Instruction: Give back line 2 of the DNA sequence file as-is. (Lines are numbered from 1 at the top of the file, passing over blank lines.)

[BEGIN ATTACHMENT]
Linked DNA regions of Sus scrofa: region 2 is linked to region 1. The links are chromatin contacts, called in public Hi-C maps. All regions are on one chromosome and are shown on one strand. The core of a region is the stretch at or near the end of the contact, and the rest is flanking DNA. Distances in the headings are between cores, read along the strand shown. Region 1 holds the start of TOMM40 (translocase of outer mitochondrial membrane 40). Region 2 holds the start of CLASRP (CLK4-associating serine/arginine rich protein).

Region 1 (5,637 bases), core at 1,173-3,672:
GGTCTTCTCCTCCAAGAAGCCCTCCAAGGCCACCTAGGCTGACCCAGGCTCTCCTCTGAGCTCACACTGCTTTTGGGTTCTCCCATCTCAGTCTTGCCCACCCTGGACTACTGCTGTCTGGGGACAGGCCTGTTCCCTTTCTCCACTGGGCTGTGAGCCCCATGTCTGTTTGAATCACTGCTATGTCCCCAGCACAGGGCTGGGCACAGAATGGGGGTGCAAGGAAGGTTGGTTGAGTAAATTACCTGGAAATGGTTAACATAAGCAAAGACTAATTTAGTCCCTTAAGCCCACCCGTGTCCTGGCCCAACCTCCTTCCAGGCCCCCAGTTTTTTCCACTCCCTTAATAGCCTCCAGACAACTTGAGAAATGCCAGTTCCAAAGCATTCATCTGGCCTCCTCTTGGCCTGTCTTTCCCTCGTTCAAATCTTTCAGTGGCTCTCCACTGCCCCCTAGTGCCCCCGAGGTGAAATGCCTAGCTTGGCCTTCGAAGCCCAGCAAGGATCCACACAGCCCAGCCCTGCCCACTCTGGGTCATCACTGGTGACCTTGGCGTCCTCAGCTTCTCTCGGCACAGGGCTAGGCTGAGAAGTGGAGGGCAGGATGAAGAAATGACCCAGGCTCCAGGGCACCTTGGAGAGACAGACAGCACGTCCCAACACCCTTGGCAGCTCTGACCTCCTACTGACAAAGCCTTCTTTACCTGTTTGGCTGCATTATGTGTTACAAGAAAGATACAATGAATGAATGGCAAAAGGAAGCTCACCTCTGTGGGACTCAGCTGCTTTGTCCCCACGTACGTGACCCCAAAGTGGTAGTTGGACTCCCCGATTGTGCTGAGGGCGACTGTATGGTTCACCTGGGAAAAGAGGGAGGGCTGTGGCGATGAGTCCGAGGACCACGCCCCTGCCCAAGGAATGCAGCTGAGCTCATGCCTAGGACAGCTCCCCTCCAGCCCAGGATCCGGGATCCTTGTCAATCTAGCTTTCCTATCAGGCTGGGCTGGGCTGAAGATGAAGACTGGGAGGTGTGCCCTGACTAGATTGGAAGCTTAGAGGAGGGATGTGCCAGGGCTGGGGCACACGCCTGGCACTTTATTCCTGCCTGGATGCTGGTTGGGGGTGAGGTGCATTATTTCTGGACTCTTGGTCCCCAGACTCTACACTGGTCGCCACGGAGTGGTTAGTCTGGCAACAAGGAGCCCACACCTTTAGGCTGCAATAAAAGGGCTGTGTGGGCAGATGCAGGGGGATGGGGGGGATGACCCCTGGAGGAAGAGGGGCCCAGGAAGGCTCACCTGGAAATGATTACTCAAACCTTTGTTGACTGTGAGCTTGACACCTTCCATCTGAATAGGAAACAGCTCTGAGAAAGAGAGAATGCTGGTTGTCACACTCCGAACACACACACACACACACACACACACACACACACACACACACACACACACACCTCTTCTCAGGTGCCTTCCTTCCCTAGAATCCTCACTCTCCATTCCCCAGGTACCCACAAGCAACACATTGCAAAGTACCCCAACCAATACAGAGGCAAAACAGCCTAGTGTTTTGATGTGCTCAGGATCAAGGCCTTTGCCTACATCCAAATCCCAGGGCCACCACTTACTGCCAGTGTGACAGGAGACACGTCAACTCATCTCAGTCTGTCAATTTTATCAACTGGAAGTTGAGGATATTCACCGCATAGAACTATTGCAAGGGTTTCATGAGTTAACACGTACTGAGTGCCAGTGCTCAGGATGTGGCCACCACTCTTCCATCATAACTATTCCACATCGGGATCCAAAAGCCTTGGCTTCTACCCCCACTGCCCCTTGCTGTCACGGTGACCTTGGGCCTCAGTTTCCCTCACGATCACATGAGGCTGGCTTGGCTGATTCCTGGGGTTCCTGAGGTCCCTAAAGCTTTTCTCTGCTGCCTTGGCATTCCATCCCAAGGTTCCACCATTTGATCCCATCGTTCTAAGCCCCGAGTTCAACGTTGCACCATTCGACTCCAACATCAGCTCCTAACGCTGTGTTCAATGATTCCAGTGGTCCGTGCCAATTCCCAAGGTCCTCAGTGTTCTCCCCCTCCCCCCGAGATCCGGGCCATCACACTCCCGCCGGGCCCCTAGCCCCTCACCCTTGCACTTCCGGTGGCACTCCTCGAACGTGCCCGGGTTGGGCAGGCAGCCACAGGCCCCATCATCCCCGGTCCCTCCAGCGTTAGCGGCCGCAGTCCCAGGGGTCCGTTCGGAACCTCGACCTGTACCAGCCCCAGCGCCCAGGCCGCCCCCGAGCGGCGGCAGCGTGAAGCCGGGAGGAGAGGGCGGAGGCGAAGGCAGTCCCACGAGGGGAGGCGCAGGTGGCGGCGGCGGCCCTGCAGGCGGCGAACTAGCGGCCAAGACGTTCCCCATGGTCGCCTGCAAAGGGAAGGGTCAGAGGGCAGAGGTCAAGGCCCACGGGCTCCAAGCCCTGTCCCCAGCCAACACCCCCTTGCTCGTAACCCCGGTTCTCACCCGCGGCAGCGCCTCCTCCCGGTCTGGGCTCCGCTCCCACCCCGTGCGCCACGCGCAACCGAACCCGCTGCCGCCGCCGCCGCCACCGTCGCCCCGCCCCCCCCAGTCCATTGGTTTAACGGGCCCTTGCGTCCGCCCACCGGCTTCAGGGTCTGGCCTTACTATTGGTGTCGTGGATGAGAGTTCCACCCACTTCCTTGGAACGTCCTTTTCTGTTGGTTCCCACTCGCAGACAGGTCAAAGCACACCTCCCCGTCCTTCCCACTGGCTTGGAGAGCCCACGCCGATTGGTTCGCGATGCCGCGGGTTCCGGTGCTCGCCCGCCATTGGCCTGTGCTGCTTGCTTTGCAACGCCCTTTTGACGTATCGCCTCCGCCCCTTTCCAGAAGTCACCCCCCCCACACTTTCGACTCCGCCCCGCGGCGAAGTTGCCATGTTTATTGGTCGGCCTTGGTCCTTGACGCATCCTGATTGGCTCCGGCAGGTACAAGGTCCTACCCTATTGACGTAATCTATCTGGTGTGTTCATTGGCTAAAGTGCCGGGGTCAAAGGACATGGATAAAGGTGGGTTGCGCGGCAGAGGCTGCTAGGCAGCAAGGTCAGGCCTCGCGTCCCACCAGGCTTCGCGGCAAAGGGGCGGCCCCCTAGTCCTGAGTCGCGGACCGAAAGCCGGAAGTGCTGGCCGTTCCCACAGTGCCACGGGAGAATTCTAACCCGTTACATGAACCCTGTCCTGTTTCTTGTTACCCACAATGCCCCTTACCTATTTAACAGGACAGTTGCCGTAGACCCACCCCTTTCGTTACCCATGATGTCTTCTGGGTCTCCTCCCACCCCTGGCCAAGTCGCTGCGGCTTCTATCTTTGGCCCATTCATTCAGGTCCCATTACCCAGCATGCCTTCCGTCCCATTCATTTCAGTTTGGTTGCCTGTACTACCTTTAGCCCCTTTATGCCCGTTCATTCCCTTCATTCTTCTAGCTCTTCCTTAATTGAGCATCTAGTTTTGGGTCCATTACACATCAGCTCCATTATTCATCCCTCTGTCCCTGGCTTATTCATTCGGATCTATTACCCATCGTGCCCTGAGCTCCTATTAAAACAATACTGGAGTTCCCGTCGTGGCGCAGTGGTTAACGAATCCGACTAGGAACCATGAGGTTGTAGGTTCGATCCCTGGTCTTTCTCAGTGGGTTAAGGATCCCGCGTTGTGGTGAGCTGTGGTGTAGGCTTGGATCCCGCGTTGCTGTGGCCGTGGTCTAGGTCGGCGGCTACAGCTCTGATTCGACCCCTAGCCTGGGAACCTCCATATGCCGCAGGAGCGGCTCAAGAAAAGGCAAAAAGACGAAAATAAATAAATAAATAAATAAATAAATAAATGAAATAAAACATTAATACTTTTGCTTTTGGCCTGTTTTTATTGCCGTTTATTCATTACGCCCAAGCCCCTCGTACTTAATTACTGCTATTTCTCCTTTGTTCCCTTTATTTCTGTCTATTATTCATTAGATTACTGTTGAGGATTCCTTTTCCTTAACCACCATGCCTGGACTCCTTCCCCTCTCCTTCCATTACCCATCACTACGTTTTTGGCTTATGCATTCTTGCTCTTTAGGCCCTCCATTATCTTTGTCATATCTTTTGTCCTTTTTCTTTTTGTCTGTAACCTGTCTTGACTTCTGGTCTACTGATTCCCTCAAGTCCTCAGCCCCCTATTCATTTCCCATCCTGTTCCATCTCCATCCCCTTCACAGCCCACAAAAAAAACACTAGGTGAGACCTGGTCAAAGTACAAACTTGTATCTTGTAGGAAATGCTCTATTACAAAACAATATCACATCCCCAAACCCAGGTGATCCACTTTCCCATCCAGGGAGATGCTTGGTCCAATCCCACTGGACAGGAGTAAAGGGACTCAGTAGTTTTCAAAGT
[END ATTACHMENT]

Region 1 (5,637 bases), core at 1,173-3,672: